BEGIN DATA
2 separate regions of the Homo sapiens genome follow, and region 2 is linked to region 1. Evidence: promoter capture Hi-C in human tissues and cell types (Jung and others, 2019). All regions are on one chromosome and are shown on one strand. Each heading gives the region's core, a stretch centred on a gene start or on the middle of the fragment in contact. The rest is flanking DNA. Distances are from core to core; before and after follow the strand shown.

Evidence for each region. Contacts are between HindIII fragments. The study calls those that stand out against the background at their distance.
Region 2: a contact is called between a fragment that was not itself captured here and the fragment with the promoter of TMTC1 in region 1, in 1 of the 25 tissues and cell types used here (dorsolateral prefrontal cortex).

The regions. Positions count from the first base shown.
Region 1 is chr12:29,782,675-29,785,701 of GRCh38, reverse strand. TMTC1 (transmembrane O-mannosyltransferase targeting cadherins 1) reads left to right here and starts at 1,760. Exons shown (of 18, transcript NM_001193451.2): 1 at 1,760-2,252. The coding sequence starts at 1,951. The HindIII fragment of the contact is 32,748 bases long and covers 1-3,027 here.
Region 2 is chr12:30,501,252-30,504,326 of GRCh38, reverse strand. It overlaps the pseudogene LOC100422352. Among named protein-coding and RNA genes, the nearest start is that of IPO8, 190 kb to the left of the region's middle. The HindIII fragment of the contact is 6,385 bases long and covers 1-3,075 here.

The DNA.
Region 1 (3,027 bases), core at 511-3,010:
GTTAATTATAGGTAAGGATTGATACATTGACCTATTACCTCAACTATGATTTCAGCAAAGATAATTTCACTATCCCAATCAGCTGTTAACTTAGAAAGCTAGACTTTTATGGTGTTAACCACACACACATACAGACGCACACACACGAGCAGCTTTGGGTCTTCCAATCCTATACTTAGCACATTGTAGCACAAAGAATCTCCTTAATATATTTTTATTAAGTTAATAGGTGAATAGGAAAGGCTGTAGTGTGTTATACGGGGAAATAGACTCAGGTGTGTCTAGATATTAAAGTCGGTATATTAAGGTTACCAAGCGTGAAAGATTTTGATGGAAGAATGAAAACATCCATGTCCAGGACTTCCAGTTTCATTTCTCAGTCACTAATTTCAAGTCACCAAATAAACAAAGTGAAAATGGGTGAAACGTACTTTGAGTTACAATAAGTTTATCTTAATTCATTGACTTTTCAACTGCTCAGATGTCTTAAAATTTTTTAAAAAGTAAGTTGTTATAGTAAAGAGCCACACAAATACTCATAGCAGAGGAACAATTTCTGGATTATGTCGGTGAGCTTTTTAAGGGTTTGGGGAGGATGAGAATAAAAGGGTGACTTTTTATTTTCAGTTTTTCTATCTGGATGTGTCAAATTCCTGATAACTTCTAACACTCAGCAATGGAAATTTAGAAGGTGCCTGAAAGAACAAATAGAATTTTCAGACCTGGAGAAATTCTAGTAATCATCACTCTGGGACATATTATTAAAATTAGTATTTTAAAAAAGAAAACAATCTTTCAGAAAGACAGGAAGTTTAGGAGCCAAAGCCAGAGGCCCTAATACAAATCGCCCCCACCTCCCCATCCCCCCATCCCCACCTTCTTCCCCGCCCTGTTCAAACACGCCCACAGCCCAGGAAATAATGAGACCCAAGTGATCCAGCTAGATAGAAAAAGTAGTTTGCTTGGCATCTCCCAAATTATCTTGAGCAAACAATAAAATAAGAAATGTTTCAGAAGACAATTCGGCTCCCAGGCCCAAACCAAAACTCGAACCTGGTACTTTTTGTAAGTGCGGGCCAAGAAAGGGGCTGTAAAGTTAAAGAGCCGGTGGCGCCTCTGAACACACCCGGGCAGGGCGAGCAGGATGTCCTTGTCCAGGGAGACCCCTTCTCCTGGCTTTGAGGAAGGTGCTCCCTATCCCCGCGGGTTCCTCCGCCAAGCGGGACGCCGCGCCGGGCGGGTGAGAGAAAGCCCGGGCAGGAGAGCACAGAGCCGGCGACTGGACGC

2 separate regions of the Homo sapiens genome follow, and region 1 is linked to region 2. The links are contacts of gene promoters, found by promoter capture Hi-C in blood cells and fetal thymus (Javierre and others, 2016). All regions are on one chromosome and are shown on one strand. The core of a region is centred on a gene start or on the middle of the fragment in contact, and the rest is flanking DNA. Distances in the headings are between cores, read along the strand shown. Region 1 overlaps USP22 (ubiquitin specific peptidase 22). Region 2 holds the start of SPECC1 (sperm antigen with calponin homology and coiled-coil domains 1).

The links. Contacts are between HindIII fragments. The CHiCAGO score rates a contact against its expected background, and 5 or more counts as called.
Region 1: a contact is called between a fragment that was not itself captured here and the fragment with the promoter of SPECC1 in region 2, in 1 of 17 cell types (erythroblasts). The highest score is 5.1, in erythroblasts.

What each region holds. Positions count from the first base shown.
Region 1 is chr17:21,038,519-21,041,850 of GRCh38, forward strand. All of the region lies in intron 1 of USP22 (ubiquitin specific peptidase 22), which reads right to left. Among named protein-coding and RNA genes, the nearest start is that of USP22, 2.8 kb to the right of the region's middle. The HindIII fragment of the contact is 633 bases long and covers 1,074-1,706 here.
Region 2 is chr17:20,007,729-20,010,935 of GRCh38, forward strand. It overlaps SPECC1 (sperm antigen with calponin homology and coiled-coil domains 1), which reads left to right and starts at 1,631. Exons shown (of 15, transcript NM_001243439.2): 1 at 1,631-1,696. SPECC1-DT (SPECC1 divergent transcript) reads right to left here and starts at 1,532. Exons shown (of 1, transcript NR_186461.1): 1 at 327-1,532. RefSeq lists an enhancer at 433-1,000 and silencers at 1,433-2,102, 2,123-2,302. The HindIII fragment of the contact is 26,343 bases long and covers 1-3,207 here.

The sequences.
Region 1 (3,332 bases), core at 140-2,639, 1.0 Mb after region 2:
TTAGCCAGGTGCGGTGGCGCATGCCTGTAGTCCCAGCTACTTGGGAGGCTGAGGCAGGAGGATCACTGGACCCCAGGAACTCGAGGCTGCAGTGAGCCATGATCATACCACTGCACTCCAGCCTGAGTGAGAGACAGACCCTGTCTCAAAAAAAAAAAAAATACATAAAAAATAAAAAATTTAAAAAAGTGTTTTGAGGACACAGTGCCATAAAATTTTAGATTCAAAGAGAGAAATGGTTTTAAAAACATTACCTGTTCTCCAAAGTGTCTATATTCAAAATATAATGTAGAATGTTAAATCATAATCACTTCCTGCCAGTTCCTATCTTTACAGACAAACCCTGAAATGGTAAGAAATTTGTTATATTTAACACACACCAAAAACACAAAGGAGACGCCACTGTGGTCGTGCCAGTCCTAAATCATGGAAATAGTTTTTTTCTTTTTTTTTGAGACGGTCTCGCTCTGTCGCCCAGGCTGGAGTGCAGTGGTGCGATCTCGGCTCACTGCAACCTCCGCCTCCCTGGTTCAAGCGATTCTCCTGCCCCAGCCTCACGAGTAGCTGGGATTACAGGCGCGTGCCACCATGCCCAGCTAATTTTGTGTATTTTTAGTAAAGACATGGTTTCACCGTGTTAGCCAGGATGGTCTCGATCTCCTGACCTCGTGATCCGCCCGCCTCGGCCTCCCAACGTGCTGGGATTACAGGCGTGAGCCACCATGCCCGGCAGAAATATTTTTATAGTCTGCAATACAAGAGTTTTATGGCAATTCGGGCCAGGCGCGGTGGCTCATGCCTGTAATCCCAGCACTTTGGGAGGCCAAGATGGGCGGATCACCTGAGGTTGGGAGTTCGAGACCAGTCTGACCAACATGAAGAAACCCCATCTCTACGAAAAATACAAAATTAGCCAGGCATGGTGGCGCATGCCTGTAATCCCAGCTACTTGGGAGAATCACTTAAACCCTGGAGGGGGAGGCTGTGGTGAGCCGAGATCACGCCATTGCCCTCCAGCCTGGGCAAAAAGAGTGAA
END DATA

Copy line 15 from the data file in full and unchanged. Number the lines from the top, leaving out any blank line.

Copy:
Region 2 is chr17:20,007,729-20,010,935 of GRCh38, forward strand. It overlaps SPECC1 (sperm antigen with calponin homology and coiled-coil domains 1), which reads left to right and starts at 1,631. Exons shown (of 15, transcript NM_001243439.2): 1 at 1,631-1,696. SPECC1-DT (SPECC1 divergent transcript) reads right to left here and starts at 1,532. Exons shown (of 1, transcript NR_186461.1): 1 at 327-1,532. RefSeq lists an enhancer at 433-1,000 and silencers at 1,433-2,102, 2,123-2,302. The HindIII fragment of the contact is 26,343 bases long and covers 1-3,207 here.